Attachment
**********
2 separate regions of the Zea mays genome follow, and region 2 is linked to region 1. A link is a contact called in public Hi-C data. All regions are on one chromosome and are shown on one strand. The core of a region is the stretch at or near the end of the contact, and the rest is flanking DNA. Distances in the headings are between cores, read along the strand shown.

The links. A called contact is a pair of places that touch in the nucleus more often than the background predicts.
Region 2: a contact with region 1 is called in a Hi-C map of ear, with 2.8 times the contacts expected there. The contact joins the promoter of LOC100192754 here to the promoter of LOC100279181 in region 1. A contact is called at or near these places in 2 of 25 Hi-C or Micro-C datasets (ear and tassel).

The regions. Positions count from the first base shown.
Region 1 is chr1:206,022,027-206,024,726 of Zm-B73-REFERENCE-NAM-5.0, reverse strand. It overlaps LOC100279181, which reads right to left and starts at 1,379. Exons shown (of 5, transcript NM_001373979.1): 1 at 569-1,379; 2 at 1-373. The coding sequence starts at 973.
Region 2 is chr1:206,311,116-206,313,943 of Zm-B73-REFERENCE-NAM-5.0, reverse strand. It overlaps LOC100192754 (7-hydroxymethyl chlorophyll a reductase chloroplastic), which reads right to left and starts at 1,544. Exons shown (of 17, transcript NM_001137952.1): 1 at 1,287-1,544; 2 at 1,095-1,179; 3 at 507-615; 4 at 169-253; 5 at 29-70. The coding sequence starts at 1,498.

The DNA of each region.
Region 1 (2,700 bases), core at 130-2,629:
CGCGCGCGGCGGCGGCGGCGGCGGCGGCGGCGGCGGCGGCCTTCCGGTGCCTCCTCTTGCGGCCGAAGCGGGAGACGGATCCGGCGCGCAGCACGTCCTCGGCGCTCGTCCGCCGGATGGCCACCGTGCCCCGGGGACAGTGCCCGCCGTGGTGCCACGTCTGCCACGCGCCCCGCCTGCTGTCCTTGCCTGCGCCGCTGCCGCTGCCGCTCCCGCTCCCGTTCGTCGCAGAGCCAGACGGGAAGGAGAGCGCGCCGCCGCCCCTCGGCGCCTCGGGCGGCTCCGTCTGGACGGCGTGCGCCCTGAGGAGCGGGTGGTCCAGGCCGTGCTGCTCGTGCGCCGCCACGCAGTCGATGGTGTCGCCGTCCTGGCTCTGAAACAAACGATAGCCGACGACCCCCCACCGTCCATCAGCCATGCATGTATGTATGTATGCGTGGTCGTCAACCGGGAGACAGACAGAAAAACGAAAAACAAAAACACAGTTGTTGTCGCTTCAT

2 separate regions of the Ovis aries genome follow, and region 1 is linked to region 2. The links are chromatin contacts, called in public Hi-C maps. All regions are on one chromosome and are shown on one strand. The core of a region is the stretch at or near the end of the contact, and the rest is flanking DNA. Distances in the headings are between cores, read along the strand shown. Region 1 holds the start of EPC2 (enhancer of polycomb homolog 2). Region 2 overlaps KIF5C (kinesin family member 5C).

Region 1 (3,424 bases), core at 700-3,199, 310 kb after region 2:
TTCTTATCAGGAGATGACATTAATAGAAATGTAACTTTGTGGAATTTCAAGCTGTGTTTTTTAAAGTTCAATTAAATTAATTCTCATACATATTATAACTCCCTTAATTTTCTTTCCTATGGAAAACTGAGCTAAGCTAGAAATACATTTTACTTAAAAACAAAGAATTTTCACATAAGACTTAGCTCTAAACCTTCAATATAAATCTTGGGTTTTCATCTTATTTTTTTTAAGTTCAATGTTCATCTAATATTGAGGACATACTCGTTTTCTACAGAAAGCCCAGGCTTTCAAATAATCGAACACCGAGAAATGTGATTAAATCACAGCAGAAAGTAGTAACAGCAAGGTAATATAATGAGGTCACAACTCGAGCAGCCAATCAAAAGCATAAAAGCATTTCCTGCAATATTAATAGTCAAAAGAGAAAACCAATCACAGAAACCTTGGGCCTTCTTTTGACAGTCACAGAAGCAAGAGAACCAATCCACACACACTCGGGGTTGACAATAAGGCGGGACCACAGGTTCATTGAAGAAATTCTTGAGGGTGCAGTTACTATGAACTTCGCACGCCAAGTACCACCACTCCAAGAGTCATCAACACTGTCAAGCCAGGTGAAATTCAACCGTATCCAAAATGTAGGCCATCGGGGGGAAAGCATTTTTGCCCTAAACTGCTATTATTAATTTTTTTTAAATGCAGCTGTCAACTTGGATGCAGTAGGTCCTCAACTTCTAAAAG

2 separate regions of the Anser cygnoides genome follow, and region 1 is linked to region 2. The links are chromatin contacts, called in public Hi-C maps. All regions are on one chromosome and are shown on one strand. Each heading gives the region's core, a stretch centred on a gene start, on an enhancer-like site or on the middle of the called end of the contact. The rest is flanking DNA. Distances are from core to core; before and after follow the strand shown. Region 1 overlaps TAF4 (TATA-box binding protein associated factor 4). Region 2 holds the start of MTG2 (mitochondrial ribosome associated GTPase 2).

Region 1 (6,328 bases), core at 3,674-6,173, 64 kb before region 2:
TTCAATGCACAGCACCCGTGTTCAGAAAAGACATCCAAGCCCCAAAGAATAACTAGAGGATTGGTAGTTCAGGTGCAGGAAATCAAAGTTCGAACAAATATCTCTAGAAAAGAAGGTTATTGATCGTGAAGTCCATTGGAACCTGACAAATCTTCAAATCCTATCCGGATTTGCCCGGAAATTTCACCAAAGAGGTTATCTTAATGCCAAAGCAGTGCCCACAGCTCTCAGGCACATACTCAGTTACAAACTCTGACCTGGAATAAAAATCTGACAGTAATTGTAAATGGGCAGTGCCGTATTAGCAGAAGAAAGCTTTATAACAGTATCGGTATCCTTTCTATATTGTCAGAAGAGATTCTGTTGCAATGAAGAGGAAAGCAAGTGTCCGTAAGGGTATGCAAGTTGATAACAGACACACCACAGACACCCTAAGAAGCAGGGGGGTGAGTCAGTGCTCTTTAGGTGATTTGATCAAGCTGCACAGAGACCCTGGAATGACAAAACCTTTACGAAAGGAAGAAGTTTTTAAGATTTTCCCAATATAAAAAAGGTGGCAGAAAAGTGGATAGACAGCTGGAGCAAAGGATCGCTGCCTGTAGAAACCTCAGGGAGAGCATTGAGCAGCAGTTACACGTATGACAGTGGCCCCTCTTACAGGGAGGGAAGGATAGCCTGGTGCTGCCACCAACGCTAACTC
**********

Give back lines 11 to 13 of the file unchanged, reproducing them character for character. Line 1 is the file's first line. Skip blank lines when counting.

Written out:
Region 1 (3,424 bases), core at 700-3,199, 310 kb after region 2:
TTCTTATCAGGAGATGACATTAATAGAAATGTAACTTTGTGGAATTTCAAGCTGTGTTTTTTAAAGTTCAATTAAATTAATTCTCATACATATTATAACTCCCTTAATTTTCTTTCCTATGGAAAACTGAGCTAAGCTAGAAATACATTTTACTTAAAAACAAAGAATTTTCACATAAGACTTAGCTCTAAACCTTCAATATAAATCTTGGGTTTTCATCTTATTTTTTTTAAGTTCAATGTTCATCTAATATTGAGGACATACTCGTTTTCTACAGAAAGCCCAGGCTTTCAAATAATCGAACACCGAGAAATGTGATTAAATCACAGCAGAAAGTAGTAACAGCAAGGTAATATAATGAGGTCACAACTCGAGCAGCCAATCAAAAGCATAAAAGCATTTCCTGCAATATTAATAGTCAAAAGAGAAAACCAATCACAGAAACCTTGGGCCTTCTTTTGACAGTCACAGAAGCAAGAGAACCAATCCACACACACTCGGGGTTGACAATAAGGCGGGACCACAGGTTCATTGAAGAAATTCTTGAGGGTGCAGTTACTATGAACTTCGCACGCCAAGTACCACCACTCCAAGAGTCATCAACACTGTCAAGCCAGGTGAAATTCAACCGTATCCAAAATGTAGGCCATCGGGGGGAAAGCATTTTTGCCCTAAACTGCTATTATTAATTTTTTTTAAATGCAGCTGTCAACTTGGATGCAGTAGGTCCTCAACTTCTAAAAG

2 separate regions of the Anser cygnoides genome follow, and region 1 is linked to region 2. The links are chromatin contacts, called in public Hi-C maps. All regions are on one chromosome and are shown on one strand. Each heading gives the region's core, a stretch centred on a gene start, on an enhancer-like site or on the middle of the called end of the contact. The rest is flanking DNA. Distances are from core to core; before and after follow the strand shown. Region 1 overlaps TAF4 (TATA-box binding protein associated factor 4). Region 2 holds the start of MTG2 (mitochondrial ribosome associated GTPase 2).